The Nervous System (PDF to print)

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When we think of how the body works and in particular how Animal Bowen Therapy (ABT) relates to the body, we become curious as to how the Moves correspond to nerves.
The achievement of ABT is the ability to restore the impairment of nerves (amongst many other things), which in turn restores movement.

When you think of the enormously complicated body systems and the light touch simplicity of Animal Bowen Therapy, it's no wonder that we are in awe of the results!

Canine Nervous System

The dog’s central nervous system consists of the brain and spinal cord. Its peripheral nervous system includes 12 pairs of nerves that originate in the brain and supply the head and neck region. Further pairs of spinal nerves leave each opening between vertebrae and supply the entire body.

The peripheral nervous system consists of millions of individual nerve fibers, which conduct messages or signals from the brain to the muscle fibers.

Whether the dog is asleep or awake, vast amounts of information from nerve receptors in the skin, muscles, and joints travel through the peripheral nerves to the spinal cord and on to the brain.

12 pairs of Cranial Nerves- Some are sensory nerves such as smell and taste, others are motor nerves controlling movement such as eyes and tongue. Others are mixed nerves that do a combination of both.

The 10th pair of the cranial nerves is called the Vagus Nerve (or the wanderer) The term "vagus" (Latin for "wandering") is apt because the vagus nerve wanders all the way down from the brainstem to the colon, a long wandering trek. It is the nerve that is responsible for the condition Laryngeal Paralysis: a condition in dogs that you will come across.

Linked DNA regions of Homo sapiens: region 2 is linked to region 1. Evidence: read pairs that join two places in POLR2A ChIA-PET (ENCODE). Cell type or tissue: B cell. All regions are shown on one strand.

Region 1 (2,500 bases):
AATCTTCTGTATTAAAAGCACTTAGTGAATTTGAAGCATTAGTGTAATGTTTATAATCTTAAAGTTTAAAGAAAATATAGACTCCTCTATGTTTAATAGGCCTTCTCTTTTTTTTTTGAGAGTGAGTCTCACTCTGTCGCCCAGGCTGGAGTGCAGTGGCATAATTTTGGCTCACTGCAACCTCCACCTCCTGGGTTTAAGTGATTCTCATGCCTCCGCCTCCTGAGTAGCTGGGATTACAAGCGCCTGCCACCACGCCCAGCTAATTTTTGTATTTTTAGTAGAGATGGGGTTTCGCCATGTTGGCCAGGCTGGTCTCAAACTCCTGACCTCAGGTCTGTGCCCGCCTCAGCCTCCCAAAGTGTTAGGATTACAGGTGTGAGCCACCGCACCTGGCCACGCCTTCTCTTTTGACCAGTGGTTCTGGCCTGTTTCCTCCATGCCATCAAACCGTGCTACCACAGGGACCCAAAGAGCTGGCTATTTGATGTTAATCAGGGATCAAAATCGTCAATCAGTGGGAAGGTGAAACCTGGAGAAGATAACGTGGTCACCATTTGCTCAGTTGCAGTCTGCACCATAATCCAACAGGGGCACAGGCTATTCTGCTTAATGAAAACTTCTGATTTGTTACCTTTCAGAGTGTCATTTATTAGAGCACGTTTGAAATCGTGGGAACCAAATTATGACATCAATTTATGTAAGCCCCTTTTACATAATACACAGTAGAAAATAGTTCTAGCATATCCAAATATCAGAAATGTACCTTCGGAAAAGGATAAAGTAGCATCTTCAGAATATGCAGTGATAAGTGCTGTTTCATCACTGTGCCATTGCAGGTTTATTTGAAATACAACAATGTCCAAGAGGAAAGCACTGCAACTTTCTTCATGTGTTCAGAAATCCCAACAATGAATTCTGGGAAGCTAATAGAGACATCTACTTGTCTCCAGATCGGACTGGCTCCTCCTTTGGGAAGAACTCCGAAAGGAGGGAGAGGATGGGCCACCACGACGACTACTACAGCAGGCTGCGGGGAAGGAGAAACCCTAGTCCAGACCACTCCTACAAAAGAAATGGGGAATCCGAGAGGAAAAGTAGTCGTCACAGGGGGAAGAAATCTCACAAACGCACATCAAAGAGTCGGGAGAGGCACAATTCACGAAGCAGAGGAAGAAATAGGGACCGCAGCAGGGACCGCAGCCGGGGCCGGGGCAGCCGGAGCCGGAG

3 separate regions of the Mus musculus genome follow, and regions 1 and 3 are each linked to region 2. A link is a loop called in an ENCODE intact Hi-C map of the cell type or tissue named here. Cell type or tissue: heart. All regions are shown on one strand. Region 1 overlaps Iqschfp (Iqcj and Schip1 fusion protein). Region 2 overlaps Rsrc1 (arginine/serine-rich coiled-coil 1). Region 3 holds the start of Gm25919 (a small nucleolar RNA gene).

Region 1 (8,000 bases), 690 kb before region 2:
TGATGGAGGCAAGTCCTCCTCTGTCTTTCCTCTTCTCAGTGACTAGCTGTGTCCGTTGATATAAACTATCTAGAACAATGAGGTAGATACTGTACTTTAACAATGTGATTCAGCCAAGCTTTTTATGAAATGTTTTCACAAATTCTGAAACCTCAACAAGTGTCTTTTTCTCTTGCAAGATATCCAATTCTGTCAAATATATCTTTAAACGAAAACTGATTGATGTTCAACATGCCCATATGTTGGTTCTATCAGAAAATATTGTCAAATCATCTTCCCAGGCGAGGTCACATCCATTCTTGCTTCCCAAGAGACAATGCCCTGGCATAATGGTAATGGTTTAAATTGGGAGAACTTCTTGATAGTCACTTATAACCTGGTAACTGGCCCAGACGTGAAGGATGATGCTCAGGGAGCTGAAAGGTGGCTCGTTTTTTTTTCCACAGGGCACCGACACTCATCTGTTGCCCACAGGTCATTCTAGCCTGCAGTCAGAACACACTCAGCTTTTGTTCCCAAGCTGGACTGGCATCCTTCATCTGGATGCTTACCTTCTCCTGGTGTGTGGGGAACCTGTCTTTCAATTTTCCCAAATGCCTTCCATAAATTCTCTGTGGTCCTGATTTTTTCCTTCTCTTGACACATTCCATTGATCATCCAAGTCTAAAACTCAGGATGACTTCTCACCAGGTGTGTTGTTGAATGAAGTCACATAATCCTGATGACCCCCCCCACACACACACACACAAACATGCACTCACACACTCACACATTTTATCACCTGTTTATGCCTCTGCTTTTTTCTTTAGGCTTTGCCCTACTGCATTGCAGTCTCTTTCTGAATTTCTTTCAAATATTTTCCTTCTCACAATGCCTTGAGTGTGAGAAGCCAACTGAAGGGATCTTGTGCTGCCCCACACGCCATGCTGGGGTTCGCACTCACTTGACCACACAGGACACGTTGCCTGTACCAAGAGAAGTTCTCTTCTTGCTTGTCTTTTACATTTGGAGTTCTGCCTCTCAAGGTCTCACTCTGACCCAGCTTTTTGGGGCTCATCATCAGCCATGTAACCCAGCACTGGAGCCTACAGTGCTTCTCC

Spinal Nerves have dorsal and ventral roots. The dorsal root enters the dorsal portion of the spinal cord and carries afferent (towards) or sensory impulses from the periphery to the spinal cord. The ventral root emerges from the ventral portion of the spinal cord and carries efferent (away) or motor impulses from the spinal cord to the muscle fibers or glands.

Spinal nerves supply sensory and motor fibers to the body region with their emergence from the spinal cord. After spinal nerves exit the spinal cord, they branch to form the peripheral nerves of the trunk and limbs. Several spinal nerves may join together to form a single peripheral nerve. This braiding of branches is called a plexus. Each appendage is innervated by a plexus. Each forelimb is supplied from nerves that arise from the brachial plexus (C6-T2) , and each hind limb is supplied from nerves that arise from the lumbosacral plexus (L4-S3). Brachial means the arm and lumbosacral means the loin and sacrum.

Pam Foley, one of your fellow ABT Practitioners did a thorough job in researching the Nervous System.

Please print the below PDF and add it to your binder for future reference!


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